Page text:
And Then Comes Marriage
From some of the reviews I have read about this book on Amazon and other sites, I may get a little flack for mine here at All About Romance. I liked this book. I read this book from cover to cover in one sitting. There are a few problems with the book, but they were minor and not enough to interfere with the enjoyability of the story in my opinion.
Miranda Talbot is a widow just out of half mourning and infatuated for the first time in her life. After twelve years of being married to an oblivious scholar and being controlled by his uptight sister Constance, Miranda is finally free to be herself. She just has not yet discovered who that self might be. When Pollux Worthington rescues her from a runaway wagon, she begins a mild flirtation with the handsome hero. Years of being timid and in control start to slip as she “just happens” to find herself in his neighborhood hoping to catch a glimpse of Poll Worthington. She is a little shocked to see him right after stepping down from her rented hack, rushing into a nearby alley. Against her better judgment, she follows.
Castor Worthington and his twin Pollux are frustrated inventors from a decidedly eccentric family. While attempting to test their latest invention in an alleyway near their home, the invention gets away from them and an explosion seems imminent. As he is running out of the alley to escape the blast, he sees a lady directly in harm’s way. Cas immediately wraps her in his arms to protect her from the blast and they end up in each other’s arms on the ground. He takes her home and not knowing that Poll also has an interest in the pretty widow, steals a kiss before leaving. Confusion ensues for just a little while before Miranda discovers that Poll and Cas are twins. Both are determined to have her, but neither really wants to keep her in the end. A wager begins and the competition threatens to tear the brothers apart. It is not long before Miranda finds her heart is fixed on one of the twins.
This book is high drama. Emotions from every corner are involved, from Cas and Poll to their twelve year old sister Atalanta (whom I loved). Wounds that have been scabbed over for years are lanced and the draining of those emotions is hard to bear. At times Cas and Poll’s behavior toward one another slides into viciousness and for most of the book Miranda is clueless to this undercurrent. While Miranda is ostensibly the catalyst for this breach between the twins, the problem goes deeper and further back into Castor’s teenage years. This is where the book gets a little off course for some. There is a slight resemblance to a theme in 50 Shades of Gray that delves into S & M territory. For some readers, this was a deal breaker. It was not for me, but I felt the author could have avoided the reference without compromising the book. It just felt like this “borrowed” theme was a little too easy to utilize.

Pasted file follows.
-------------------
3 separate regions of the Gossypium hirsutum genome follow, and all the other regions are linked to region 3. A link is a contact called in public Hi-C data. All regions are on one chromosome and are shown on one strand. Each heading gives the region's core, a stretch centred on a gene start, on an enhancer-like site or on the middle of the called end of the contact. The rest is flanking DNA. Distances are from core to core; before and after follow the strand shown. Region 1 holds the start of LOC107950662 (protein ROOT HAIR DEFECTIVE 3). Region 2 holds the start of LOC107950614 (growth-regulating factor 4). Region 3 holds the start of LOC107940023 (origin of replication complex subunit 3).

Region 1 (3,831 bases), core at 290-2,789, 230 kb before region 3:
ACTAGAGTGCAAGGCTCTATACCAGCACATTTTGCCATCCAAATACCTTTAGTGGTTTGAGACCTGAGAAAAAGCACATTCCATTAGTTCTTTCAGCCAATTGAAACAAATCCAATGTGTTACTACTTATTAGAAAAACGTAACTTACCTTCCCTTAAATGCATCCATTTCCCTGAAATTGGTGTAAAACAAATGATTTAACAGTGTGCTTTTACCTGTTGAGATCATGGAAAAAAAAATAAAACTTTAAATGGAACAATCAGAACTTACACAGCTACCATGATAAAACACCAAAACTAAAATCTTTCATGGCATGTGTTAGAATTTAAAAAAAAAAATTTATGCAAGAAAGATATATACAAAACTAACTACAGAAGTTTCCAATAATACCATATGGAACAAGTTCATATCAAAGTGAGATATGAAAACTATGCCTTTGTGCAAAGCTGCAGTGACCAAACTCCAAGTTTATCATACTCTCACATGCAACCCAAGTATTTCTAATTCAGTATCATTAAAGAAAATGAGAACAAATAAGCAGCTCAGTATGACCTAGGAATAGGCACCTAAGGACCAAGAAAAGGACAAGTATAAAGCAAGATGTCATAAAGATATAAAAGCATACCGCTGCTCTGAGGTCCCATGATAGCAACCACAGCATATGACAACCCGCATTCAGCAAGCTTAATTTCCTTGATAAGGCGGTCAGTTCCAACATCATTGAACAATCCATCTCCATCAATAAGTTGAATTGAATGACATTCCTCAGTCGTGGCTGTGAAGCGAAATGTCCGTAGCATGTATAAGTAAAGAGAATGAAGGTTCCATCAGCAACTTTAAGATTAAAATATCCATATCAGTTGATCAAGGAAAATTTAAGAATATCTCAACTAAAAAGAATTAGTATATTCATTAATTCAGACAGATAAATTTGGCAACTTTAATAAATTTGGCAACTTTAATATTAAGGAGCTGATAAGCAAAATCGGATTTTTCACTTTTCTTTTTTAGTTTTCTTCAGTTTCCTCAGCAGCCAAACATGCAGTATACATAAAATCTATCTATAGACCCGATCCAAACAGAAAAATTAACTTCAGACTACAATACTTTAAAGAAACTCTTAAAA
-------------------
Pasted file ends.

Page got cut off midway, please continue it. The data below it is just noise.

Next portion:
I really liked Miranda a lot. Although she was 31 years old, this was a coming of age book for her. Ms. Bradley does an excellent job of describing Miranda; a lady who has just been floating through life while bits of herself flake away until the possibility of disappearing altogether is a very real concern. When the Worthington men come into her life, she makes a valiant attempt to glue herself back together. But just like gluing together a broken cup, once broken the refashioned cup is never quite the same. Cas is in some ways a mirror to Miranda. I liked Cas, but felt frustration in his character at times. At the beginning of the book and throughout most of it, the twins could have no claim to maturity. There were times when their behavior was almost adolescent and while I understood the behavior from brothers, it made it more difficult to warm up to the hero. But by the end of the book, I was in love as well.
If readers disliked 50 Shades of Gray they will probably not like this book either. I have read enough commentary of that book to know that any type of rough sex scenes are a negative trigger for many women and this book does contain some sexual domination scenes. However, Celeste Bradley is in my opinion a much better writer than E. L. James and I felt she handled these scenes well despite the resemblance to James’ trilogy. Whatever a reader thinks of this book, there will be emotions involved. From my perspective, those emotions were positive. Whether you like or hate this book, you will remember that you read it.